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This is going to hurt

Mink oil is refined from the fatty layer between the pelt and the musculature of a mink. Probably discovered by trappers who had the nasty chore of depriving the critters of their pelts for filthy lucre, it became famous for its use in caring for leather. Mink oil is used as both a waterproofing agent and aids in maintaining flexibility in leather. Leather, while it is wrapped around a cow or other future leather source, is naturally moistened by the owner. Upon the demise of said owner the skin is processed to produce leather, which requires moisturization from an external source. What could be more effective than to borrow that moisture/lubricant from another animal?

It's in there...

Mink oil claims to be the closest natural oil to that produced by our own body. It finds itself in medicines, most notably for treatment of psoriasis and eczema.

Another use for mink oil is in cosmetics, where it too finds duty as a moisturizer. This proves beyond any doubt that women will apply literally anything to their face in the vain attempt to defeat time and its attendant wrinkles. Mink oil contains palmitoleic acid, an essential fatty acid also produced in the human body. The body uses this fatty acid to lubricate and moisturize skin. Individuals who have a shortage of this acid may benefit from external sources to keep skin moist, smooth, and supple. There are also other sources of this acid, notably plant-based sources, which mink far and wide want shouted from the rooftops.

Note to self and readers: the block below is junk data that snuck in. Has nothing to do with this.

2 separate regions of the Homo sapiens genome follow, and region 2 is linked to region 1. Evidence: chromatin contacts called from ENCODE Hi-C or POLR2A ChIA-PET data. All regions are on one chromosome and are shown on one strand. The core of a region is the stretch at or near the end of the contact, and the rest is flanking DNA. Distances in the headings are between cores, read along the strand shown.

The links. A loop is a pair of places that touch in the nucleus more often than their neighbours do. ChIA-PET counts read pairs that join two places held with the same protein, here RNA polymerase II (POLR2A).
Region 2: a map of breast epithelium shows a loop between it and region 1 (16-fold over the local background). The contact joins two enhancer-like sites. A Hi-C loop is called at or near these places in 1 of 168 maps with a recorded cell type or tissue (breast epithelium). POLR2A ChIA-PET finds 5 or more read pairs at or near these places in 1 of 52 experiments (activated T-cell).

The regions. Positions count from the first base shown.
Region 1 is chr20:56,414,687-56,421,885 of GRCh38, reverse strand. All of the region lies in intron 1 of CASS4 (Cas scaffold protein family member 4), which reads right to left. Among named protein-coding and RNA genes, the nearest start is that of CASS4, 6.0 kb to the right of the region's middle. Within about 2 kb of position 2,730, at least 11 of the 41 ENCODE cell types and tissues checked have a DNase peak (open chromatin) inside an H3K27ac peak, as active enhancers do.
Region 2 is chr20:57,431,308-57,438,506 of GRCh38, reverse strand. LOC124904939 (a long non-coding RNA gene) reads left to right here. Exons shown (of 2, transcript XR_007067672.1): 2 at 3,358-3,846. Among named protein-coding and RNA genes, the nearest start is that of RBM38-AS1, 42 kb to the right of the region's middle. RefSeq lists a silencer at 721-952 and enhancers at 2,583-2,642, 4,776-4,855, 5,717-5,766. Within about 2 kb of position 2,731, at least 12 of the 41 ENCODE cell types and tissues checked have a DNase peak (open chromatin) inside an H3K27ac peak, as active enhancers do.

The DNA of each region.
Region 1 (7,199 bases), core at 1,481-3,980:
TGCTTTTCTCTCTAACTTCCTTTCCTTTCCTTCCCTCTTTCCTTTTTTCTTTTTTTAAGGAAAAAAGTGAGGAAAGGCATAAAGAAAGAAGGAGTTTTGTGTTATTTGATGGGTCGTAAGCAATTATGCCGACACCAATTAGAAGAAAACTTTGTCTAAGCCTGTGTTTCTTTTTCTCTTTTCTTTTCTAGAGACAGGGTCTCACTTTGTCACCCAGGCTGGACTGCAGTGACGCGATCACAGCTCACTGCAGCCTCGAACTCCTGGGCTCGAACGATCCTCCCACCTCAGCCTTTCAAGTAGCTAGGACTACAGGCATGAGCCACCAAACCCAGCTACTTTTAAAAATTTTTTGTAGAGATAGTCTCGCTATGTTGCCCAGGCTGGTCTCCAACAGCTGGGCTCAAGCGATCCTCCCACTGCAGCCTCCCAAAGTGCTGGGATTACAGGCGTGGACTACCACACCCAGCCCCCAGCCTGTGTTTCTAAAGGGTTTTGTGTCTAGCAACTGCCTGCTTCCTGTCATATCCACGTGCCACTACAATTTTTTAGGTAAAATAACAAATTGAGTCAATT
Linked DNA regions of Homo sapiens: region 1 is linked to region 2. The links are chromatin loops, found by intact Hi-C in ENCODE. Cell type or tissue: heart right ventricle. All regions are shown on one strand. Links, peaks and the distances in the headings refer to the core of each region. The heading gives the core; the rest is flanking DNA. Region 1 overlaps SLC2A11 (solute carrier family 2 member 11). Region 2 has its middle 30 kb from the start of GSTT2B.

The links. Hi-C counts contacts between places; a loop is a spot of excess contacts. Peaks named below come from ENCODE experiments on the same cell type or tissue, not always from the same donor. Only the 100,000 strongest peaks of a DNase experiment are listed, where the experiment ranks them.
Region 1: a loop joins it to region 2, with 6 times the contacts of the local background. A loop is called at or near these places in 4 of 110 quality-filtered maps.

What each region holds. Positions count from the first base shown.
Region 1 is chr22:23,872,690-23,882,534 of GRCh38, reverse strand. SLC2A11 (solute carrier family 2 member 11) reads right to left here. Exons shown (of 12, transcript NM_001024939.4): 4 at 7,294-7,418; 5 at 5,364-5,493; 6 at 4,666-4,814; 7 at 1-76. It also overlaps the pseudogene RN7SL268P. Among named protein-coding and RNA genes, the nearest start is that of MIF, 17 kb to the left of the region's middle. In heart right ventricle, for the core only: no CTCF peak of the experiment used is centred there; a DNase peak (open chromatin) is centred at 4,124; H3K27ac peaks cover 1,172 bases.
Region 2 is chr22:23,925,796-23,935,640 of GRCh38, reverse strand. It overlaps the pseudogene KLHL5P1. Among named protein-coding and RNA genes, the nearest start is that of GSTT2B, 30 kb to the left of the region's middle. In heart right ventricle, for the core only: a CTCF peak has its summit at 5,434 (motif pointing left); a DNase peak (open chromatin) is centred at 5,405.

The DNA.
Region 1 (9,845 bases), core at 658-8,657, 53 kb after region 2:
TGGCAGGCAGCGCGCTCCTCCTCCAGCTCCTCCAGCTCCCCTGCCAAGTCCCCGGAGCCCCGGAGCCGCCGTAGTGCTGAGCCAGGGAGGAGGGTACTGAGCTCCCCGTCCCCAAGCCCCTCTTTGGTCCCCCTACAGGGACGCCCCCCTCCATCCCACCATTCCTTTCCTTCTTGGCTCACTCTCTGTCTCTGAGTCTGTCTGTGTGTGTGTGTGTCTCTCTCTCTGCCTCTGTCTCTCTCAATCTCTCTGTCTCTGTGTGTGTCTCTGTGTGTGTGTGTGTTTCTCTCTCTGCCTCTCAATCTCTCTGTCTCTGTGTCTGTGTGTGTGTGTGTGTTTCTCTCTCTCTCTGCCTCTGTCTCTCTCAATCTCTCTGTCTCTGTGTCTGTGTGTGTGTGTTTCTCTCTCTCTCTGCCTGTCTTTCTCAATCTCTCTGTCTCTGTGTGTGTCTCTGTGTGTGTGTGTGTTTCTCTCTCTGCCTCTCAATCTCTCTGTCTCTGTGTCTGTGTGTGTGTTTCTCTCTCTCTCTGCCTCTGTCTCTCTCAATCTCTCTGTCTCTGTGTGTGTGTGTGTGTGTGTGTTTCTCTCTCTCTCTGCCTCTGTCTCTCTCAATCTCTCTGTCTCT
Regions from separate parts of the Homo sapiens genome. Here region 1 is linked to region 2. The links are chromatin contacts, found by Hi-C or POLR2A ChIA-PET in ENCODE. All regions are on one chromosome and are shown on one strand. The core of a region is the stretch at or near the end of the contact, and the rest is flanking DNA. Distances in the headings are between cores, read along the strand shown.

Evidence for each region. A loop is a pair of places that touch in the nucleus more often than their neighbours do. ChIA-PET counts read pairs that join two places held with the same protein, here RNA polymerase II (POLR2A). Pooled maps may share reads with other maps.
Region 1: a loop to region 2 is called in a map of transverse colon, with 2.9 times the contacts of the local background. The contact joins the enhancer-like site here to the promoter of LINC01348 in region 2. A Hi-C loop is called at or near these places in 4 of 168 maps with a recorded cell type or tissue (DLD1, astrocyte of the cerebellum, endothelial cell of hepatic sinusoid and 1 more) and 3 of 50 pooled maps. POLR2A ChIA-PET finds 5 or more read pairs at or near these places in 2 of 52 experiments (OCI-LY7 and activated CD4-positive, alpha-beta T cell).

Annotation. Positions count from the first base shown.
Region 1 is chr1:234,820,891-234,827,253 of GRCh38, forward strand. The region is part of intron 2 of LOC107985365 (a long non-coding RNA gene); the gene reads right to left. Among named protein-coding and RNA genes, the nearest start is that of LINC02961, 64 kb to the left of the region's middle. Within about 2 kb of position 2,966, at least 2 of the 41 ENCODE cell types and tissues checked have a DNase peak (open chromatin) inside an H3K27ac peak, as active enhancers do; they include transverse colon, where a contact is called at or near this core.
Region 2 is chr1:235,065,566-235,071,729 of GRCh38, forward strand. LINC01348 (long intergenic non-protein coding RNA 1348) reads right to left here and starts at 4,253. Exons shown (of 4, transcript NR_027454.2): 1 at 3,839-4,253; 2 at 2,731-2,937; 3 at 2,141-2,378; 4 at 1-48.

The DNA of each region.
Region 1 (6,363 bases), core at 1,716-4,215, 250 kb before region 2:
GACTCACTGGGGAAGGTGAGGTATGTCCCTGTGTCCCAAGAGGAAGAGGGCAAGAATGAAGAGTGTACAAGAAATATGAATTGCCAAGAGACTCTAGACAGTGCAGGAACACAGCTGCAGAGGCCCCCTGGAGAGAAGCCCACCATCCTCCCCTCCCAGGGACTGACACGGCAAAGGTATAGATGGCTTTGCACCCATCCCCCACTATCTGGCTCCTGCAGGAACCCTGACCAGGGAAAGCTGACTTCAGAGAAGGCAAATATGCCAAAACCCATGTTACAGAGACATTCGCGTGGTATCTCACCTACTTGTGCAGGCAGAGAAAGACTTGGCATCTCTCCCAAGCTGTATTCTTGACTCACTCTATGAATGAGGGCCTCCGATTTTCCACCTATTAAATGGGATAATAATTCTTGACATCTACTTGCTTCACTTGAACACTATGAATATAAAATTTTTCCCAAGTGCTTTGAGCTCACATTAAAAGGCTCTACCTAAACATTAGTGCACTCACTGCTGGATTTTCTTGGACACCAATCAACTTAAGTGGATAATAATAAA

and now, a word from our sponsor, Mother Earth

Mink are related to weasels, ferrets, and others of Family Mustelidae. They are relatively small but fierce carnivores, happily snacking on frogs, snakes, rodents and other small prey. As with any animal, they provide natural oil to their own fur. If you are environmentally conscious and still require moisturization, you may consider rubbing your entire body with a living mink. This will transfer the natural oils from their luxurious fur onto your scaly, parched skin. It'll feel wonderful to you and probably be quite interesting for the mink as well.

Sources:

http://www.wisegeek.com/what-is-mink-oil.htm
http://www.dnr.state.wi.us/org/caer/ce/eek/critter/mammal/minks.htm

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